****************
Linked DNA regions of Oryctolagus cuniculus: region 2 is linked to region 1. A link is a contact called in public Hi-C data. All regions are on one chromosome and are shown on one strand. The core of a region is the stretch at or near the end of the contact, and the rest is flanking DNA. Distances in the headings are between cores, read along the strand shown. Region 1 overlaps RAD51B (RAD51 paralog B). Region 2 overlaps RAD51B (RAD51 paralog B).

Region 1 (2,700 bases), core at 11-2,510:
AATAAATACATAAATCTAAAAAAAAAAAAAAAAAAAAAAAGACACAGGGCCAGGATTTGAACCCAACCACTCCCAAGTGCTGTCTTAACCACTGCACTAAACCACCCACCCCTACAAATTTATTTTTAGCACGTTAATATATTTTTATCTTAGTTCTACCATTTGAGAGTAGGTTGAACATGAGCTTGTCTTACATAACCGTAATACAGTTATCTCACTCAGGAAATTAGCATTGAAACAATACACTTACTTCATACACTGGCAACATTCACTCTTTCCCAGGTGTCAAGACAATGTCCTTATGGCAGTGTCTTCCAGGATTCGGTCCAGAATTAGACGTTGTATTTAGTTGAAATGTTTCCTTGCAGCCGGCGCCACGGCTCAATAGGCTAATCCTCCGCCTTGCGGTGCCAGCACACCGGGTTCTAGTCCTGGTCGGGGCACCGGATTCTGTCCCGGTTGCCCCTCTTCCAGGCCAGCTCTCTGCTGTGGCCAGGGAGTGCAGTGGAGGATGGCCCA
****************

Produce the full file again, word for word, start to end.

Linked DNA regions of Oryctolagus cuniculus: region 2 is linked to region 1. A link is a contact called in public Hi-C data. All regions are on one chromosome and are shown on one strand. The core of a region is the stretch at or near the end of the contact, and the rest is flanking DNA. Distances in the headings are between cores, read along the strand shown. Region 1 overlaps RAD51B (RAD51 paralog B). Region 2 overlaps RAD51B (RAD51 paralog B).

Region 1 (2,700 bases), core at 11-2,510:
AATAAATACATAAATCTAAAAAAAAAAAAAAAAAAAAAAAGACACAGGGCCAGGATTTGAACCCAACCACTCCCAAGTGCTGTCTTAACCACTGCACTAAACCACCCACCCCTACAAATTTATTTTTAGCACGTTAATATATTTTTATCTTAGTTCTACCATTTGAGAGTAGGTTGAACATGAGCTTGTCTTACATAACCGTAATACAGTTATCTCACTCAGGAAATTAGCATTGAAACAATACACTTACTTCATACACTGGCAACATTCACTCTTTCCCAGGTGTCAAGACAATGTCCTTATGGCAGTGTCTTCCAGGATTCGGTCCAGAATTAGACGTTGTATTTAGTTGAAATGTTTCCTTGCAGCCGGCGCCACGGCTCAATAGGCTAATCCTCCGCCTTGCGGTGCCAGCACACCGGGTTCTAGTCCTGGTCGGGGCACCGGATTCTGTCCCGGTTGCCCCTCTTCCAGGCCAGCTCTCTGCTGTGGCCAGGGAGTGCAGTGGAGGATGGCCCA